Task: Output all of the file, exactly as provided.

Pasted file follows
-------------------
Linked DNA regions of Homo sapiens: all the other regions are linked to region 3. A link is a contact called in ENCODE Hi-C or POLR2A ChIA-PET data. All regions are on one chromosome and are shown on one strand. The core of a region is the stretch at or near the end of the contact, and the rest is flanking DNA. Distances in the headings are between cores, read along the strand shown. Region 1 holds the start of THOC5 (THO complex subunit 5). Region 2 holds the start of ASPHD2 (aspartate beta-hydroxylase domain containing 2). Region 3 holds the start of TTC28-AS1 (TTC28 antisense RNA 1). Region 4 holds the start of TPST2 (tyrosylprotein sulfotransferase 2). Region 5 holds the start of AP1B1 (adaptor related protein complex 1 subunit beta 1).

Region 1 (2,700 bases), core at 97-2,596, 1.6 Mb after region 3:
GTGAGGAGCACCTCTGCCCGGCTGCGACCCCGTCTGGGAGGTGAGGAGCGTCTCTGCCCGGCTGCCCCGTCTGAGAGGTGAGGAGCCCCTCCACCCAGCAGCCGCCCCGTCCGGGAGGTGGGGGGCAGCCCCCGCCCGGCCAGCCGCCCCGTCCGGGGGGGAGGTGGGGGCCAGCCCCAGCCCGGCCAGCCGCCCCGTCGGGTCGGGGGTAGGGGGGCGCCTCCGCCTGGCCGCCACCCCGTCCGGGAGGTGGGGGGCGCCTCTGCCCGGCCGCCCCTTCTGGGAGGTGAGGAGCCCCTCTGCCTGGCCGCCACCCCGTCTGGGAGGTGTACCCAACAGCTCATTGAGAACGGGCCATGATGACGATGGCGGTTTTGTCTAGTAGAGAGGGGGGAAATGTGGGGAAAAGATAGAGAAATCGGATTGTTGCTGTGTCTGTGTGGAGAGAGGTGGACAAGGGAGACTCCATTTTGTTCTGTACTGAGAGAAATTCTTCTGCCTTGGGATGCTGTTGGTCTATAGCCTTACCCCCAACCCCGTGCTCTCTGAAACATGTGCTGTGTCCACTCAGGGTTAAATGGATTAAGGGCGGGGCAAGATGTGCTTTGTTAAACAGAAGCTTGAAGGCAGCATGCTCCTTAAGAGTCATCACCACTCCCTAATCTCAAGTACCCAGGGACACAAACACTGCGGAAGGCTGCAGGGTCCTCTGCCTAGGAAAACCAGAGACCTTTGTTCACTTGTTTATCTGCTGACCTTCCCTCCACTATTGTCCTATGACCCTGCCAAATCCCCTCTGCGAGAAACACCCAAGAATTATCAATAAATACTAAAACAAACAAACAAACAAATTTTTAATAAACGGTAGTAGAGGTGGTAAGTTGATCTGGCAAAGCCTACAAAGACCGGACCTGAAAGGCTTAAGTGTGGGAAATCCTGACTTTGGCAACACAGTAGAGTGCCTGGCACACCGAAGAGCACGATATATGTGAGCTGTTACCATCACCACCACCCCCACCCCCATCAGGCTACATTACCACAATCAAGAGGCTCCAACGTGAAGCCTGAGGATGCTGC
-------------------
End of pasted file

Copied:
Linked DNA regions of Homo sapiens: all the other regions are linked to region 3. A link is a contact called in ENCODE Hi-C or POLR2A ChIA-PET data. All regions are on one chromosome and are shown on one strand. The core of a region is the stretch at or near the end of the contact, and the rest is flanking DNA. Distances in the headings are between cores, read along the strand shown. Region 1 holds the start of THOC5 (THO complex subunit 5). Region 2 holds the start of ASPHD2 (aspartate beta-hydroxylase domain containing 2). Region 3 holds the start of TTC28-AS1 (TTC28 antisense RNA 1). Region 4 holds the start of TPST2 (tyrosylprotein sulfotransferase 2). Region 5 holds the start of AP1B1 (adaptor related protein complex 1 subunit beta 1).

Region 1 (2,700 bases), core at 97-2,596, 1.6 Mb after region 3:
GTGAGGAGCACCTCTGCCCGGCTGCGACCCCGTCTGGGAGGTGAGGAGCGTCTCTGCCCGGCTGCCCCGTCTGAGAGGTGAGGAGCCCCTCCACCCAGCAGCCGCCCCGTCCGGGAGGTGGGGGGCAGCCCCCGCCCGGCCAGCCGCCCCGTCCGGGGGGGAGGTGGGGGCCAGCCCCAGCCCGGCCAGCCGCCCCGTCGGGTCGGGGGTAGGGGGGCGCCTCCGCCTGGCCGCCACCCCGTCCGGGAGGTGGGGGGCGCCTCTGCCCGGCCGCCCCTTCTGGGAGGTGAGGAGCCCCTCTGCCTGGCCGCCACCCCGTCTGGGAGGTGTACCCAACAGCTCATTGAGAACGGGCCATGATGACGATGGCGGTTTTGTCTAGTAGAGAGGGGGGAAATGTGGGGAAAAGATAGAGAAATCGGATTGTTGCTGTGTCTGTGTGGAGAGAGGTGGACAAGGGAGACTCCATTTTGTTCTGTACTGAGAGAAATTCTTCTGCCTTGGGATGCTGTTGGTCTATAGCCTTACCCCCAACCCCGTGCTCTCTGAAACATGTGCTGTGTCCACTCAGGGTTAAATGGATTAAGGGCGGGGCAAGATGTGCTTTGTTAAACAGAAGCTTGAAGGCAGCATGCTCCTTAAGAGTCATCACCACTCCCTAATCTCAAGTACCCAGGGACACAAACACTGCGGAAGGCTGCAGGGTCCTCTGCCTAGGAAAACCAGAGACCTTTGTTCACTTGTTTATCTGCTGACCTTCCCTCCACTATTGTCCTATGACCCTGCCAAATCCCCTCTGCGAGAAACACCCAAGAATTATCAATAAATACTAAAACAAACAAACAAACAAATTTTTAATAAACGGTAGTAGAGGTGGTAAGTTGATCTGGCAAAGCCTACAAAGACCGGACCTGAAAGGCTTAAGTGTGGGAAATCCTGACTTTGGCAACACAGTAGAGTGCCTGGCACACCGAAGAGCACGATATATGTGAGCTGTTACCATCACCACCACCCCCACCCCCATCAGGCTACATTACCACAATCAAGAGGCTCCAACGTGAAGCCTGAGGATGCTGC